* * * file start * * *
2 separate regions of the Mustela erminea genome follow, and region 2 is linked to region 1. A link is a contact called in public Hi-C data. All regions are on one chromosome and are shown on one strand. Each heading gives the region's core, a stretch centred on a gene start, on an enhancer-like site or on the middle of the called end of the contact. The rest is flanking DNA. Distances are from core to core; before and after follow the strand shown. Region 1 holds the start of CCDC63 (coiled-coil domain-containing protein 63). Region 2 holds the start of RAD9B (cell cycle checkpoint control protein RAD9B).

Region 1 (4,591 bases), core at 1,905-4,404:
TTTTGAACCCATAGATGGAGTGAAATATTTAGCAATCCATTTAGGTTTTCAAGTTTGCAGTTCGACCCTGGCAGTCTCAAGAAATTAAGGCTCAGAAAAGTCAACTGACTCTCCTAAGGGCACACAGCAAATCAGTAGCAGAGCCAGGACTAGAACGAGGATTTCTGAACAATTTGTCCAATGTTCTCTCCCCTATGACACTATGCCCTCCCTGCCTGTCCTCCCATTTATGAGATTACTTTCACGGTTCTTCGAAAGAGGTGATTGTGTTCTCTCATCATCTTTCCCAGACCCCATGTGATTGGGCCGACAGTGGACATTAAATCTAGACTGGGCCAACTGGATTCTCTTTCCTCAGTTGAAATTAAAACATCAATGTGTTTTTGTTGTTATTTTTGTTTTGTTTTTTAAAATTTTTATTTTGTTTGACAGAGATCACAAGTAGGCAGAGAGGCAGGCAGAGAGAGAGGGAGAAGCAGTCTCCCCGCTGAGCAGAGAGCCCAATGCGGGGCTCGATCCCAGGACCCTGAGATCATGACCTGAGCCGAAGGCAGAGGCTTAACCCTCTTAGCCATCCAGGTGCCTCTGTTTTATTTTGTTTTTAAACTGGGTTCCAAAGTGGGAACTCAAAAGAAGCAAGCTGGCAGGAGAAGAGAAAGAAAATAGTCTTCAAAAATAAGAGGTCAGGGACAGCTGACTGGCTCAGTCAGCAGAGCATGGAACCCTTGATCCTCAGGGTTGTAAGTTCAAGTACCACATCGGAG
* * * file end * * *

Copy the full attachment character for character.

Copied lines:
2 separate regions of the Mustela erminea genome follow, and region 2 is linked to region 1. A link is a contact called in public Hi-C data. All regions are on one chromosome and are shown on one strand. Each heading gives the region's core, a stretch centred on a gene start, on an enhancer-like site or on the middle of the called end of the contact. The rest is flanking DNA. Distances are from core to core; before and after follow the strand shown. Region 1 holds the start of CCDC63 (coiled-coil domain-containing protein 63). Region 2 holds the start of RAD9B (cell cycle checkpoint control protein RAD9B).

Region 1 (4,591 bases), core at 1,905-4,404:
TTTTGAACCCATAGATGGAGTGAAATATTTAGCAATCCATTTAGGTTTTCAAGTTTGCAGTTCGACCCTGGCAGTCTCAAGAAATTAAGGCTCAGAAAAGTCAACTGACTCTCCTAAGGGCACACAGCAAATCAGTAGCAGAGCCAGGACTAGAACGAGGATTTCTGAACAATTTGTCCAATGTTCTCTCCCCTATGACACTATGCCCTCCCTGCCTGTCCTCCCATTTATGAGATTACTTTCACGGTTCTTCGAAAGAGGTGATTGTGTTCTCTCATCATCTTTCCCAGACCCCATGTGATTGGGCCGACAGTGGACATTAAATCTAGACTGGGCCAACTGGATTCTCTTTCCTCAGTTGAAATTAAAACATCAATGTGTTTTTGTTGTTATTTTTGTTTTGTTTTTTAAAATTTTTATTTTGTTTGACAGAGATCACAAGTAGGCAGAGAGGCAGGCAGAGAGAGAGGGAGAAGCAGTCTCCCCGCTGAGCAGAGAGCCCAATGCGGGGCTCGATCCCAGGACCCTGAGATCATGACCTGAGCCGAAGGCAGAGGCTTAACCCTCTTAGCCATCCAGGTGCCTCTGTTTTATTTTGTTTTTAAACTGGGTTCCAAAGTGGGAACTCAAAAGAAGCAAGCTGGCAGGAGAAGAGAAAGAAAATAGTCTTCAAAAATAAGAGGTCAGGGACAGCTGACTGGCTCAGTCAGCAGAGCATGGAACCCTTGATCCTCAGGGTTGTAAGTTCAAGTACCACATCGGAG